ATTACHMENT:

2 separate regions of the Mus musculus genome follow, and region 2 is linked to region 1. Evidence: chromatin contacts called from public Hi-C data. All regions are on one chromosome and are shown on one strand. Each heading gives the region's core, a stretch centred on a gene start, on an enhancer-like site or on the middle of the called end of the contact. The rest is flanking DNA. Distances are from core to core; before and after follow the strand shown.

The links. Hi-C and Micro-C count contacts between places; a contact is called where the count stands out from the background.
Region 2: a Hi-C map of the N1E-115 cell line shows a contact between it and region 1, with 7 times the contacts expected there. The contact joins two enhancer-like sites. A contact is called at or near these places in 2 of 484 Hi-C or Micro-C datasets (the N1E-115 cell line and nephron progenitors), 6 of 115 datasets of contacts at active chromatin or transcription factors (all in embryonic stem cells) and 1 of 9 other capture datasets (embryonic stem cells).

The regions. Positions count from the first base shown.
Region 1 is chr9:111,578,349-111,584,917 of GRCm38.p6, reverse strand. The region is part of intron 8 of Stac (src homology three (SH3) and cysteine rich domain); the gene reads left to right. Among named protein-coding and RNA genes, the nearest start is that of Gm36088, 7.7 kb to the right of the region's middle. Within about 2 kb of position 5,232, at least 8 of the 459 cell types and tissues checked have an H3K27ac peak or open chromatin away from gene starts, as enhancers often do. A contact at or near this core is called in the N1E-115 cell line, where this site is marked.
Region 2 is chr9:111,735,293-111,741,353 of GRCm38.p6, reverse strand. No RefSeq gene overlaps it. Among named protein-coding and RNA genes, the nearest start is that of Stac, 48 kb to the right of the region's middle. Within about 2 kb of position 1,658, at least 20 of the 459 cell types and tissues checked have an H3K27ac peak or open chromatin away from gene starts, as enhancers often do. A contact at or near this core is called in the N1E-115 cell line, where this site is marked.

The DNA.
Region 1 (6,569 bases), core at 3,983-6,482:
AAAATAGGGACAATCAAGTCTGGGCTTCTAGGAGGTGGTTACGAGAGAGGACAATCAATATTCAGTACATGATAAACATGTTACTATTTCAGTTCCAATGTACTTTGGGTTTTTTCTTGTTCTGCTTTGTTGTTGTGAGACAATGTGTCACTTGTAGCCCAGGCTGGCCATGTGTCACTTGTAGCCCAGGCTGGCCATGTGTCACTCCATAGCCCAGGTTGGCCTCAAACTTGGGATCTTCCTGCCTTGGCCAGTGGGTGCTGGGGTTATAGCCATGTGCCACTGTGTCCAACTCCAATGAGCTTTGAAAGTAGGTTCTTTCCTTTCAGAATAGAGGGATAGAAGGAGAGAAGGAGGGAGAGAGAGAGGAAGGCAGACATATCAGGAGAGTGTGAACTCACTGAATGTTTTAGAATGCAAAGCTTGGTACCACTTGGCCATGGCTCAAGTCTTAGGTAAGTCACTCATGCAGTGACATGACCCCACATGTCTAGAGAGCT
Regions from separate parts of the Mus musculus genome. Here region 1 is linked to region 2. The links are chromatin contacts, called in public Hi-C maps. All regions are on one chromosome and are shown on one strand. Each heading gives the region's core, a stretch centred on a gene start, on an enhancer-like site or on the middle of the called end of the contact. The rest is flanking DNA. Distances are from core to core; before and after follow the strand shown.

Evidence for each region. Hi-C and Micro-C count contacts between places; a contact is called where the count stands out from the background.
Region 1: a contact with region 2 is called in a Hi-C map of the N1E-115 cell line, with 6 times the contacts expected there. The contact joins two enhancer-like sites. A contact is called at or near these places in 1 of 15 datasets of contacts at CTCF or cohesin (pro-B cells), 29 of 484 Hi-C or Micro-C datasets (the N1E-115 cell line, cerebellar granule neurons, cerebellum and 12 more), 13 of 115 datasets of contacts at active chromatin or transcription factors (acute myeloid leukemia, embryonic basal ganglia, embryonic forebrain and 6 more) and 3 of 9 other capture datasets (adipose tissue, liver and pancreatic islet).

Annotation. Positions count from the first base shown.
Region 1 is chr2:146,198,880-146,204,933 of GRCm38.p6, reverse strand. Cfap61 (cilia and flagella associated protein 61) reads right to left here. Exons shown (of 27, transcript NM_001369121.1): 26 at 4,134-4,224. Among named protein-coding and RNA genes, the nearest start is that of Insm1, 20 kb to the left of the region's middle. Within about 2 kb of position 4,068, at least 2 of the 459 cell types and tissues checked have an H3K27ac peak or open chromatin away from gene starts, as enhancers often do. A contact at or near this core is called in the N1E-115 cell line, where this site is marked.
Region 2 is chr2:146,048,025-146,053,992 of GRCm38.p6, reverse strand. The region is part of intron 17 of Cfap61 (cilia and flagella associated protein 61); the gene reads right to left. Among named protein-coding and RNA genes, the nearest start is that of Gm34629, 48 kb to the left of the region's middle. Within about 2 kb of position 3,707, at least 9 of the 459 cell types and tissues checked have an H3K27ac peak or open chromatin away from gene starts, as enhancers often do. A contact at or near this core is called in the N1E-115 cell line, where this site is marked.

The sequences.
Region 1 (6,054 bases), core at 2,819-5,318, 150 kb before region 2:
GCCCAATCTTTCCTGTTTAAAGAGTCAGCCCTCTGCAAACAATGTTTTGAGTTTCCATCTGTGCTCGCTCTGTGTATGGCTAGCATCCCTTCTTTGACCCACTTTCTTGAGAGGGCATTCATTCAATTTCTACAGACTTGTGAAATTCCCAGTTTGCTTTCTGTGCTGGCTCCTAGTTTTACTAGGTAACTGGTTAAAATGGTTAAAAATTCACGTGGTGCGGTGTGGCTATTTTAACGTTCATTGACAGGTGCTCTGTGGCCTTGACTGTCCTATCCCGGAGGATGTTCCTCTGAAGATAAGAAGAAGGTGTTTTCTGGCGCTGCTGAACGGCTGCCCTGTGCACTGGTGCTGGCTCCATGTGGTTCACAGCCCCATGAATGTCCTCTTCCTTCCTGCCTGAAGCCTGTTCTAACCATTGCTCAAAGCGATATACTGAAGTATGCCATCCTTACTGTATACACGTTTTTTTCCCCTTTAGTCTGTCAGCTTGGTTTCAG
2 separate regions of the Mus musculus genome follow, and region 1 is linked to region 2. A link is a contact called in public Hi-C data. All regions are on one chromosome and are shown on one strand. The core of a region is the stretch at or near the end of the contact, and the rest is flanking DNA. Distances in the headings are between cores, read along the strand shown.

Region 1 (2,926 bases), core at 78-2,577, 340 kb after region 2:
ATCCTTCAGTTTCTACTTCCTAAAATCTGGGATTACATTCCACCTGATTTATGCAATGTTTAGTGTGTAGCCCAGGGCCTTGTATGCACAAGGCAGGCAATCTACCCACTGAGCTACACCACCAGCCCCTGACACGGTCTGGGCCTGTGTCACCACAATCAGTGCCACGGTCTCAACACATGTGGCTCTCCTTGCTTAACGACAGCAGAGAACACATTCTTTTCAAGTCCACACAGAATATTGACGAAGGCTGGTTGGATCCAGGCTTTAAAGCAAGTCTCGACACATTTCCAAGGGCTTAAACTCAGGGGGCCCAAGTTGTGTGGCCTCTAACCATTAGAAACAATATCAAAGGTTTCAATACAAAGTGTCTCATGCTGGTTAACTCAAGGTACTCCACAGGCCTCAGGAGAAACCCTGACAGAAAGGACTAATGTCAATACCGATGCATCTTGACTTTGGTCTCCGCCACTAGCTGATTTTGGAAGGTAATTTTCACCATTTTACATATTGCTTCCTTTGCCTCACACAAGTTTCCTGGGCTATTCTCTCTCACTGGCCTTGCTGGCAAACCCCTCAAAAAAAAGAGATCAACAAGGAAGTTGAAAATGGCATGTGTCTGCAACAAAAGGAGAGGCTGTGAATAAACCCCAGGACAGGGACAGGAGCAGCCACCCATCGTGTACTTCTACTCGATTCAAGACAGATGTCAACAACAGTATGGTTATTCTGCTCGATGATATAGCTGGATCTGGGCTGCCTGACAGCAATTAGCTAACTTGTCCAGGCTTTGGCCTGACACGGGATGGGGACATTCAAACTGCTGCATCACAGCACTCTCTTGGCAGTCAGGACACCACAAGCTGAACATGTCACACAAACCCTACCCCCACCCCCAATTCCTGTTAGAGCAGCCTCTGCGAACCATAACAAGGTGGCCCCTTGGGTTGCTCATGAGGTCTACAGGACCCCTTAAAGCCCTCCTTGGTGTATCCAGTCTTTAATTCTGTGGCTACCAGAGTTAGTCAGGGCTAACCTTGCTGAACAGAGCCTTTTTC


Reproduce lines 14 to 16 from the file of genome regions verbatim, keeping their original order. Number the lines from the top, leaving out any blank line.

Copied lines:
Region 1 is chr2:146,198,880-146,204,933 of GRCm38.p6, reverse strand. Cfap61 (cilia and flagella associated protein 61) reads right to left here. Exons shown (of 27, transcript NM_001369121.1): 26 at 4,134-4,224. Among named protein-coding and RNA genes, the nearest start is that of Insm1, 20 kb to the left of the region's middle. Within about 2 kb of position 4,068, at least 2 of the 459 cell types and tissues checked have an H3K27ac peak or open chromatin away from gene starts, as enhancers often do. A contact at or near this core is called in the N1E-115 cell line, where this site is marked.
Region 2 is chr2:146,048,025-146,053,992 of GRCm38.p6, reverse strand. The region is part of intron 17 of Cfap61 (cilia and flagella associated protein 61); the gene reads right to left. Among named protein-coding and RNA genes, the nearest start is that of Gm34629, 48 kb to the left of the region's middle. Within about 2 kb of position 3,707, at least 9 of the 459 cell types and tissues checked have an H3K27ac peak or open chromatin away from gene starts, as enhancers often do. A contact at or near this core is called in the N1E-115 cell line, where this site is marked.

The sequences.